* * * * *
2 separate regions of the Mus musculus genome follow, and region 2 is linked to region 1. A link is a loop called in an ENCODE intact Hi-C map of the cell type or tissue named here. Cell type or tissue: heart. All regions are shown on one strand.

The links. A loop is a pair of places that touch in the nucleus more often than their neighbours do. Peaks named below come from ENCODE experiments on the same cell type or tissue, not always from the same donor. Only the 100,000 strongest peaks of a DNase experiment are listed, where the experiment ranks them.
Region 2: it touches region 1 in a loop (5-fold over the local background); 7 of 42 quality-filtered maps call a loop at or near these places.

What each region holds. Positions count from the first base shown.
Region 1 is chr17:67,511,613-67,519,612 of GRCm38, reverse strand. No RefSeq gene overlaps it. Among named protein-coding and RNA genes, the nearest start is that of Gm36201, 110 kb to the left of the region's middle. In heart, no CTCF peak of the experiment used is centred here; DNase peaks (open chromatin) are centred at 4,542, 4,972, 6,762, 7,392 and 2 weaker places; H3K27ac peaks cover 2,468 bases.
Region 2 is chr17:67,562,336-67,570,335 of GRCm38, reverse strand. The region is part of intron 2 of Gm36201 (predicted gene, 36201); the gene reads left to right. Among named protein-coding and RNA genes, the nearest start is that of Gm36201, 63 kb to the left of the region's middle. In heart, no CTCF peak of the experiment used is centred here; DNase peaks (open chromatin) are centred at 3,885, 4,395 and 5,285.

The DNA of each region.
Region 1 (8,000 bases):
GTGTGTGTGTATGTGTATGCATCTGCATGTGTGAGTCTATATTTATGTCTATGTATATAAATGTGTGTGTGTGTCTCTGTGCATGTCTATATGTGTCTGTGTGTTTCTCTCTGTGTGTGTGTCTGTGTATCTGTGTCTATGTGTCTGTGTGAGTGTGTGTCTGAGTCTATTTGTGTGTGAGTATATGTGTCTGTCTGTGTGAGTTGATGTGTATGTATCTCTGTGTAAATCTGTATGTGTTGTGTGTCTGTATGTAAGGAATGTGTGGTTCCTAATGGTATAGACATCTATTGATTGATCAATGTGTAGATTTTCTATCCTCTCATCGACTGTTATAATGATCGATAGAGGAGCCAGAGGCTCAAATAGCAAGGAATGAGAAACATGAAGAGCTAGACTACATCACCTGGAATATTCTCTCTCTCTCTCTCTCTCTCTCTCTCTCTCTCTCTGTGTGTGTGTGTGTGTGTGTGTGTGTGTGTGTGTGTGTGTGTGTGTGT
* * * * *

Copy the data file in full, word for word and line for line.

2 separate regions of the Mus musculus genome follow, and region 2 is linked to region 1. A link is a loop called in an ENCODE intact Hi-C map of the cell type or tissue named here. Cell type or tissue: heart. All regions are shown on one strand.

The links. A loop is a pair of places that touch in the nucleus more often than their neighbours do. Peaks named below come from ENCODE experiments on the same cell type or tissue, not always from the same donor. Only the 100,000 strongest peaks of a DNase experiment are listed, where the experiment ranks them.
Region 2: it touches region 1 in a loop (5-fold over the local background); 7 of 42 quality-filtered maps call a loop at or near these places.

What each region holds. Positions count from the first base shown.
Region 1 is chr17:67,511,613-67,519,612 of GRCm38, reverse strand. No RefSeq gene overlaps it. Among named protein-coding and RNA genes, the nearest start is that of Gm36201, 110 kb to the left of the region's middle. In heart, no CTCF peak of the experiment used is centred here; DNase peaks (open chromatin) are centred at 4,542, 4,972, 6,762, 7,392 and 2 weaker places; H3K27ac peaks cover 2,468 bases.
Region 2 is chr17:67,562,336-67,570,335 of GRCm38, reverse strand. The region is part of intron 2 of Gm36201 (predicted gene, 36201); the gene reads left to right. Among named protein-coding and RNA genes, the nearest start is that of Gm36201, 63 kb to the left of the region's middle. In heart, no CTCF peak of the experiment used is centred here; DNase peaks (open chromatin) are centred at 3,885, 4,395 and 5,285.

The DNA of each region.
Region 1 (8,000 bases):
GTGTGTGTGTATGTGTATGCATCTGCATGTGTGAGTCTATATTTATGTCTATGTATATAAATGTGTGTGTGTGTCTCTGTGCATGTCTATATGTGTCTGTGTGTTTCTCTCTGTGTGTGTGTCTGTGTATCTGTGTCTATGTGTCTGTGTGAGTGTGTGTCTGAGTCTATTTGTGTGTGAGTATATGTGTCTGTCTGTGTGAGTTGATGTGTATGTATCTCTGTGTAAATCTGTATGTGTTGTGTGTCTGTATGTAAGGAATGTGTGGTTCCTAATGGTATAGACATCTATTGATTGATCAATGTGTAGATTTTCTATCCTCTCATCGACTGTTATAATGATCGATAGAGGAGCCAGAGGCTCAAATAGCAAGGAATGAGAAACATGAAGAGCTAGACTACATCACCTGGAATATTCTCTCTCTCTCTCTCTCTCTCTCTCTCTCTCTCTCTGTGTGTGTGTGTGTGTGTGTGTGTGTGTGTGTGTGTGTGTGTGTGTGT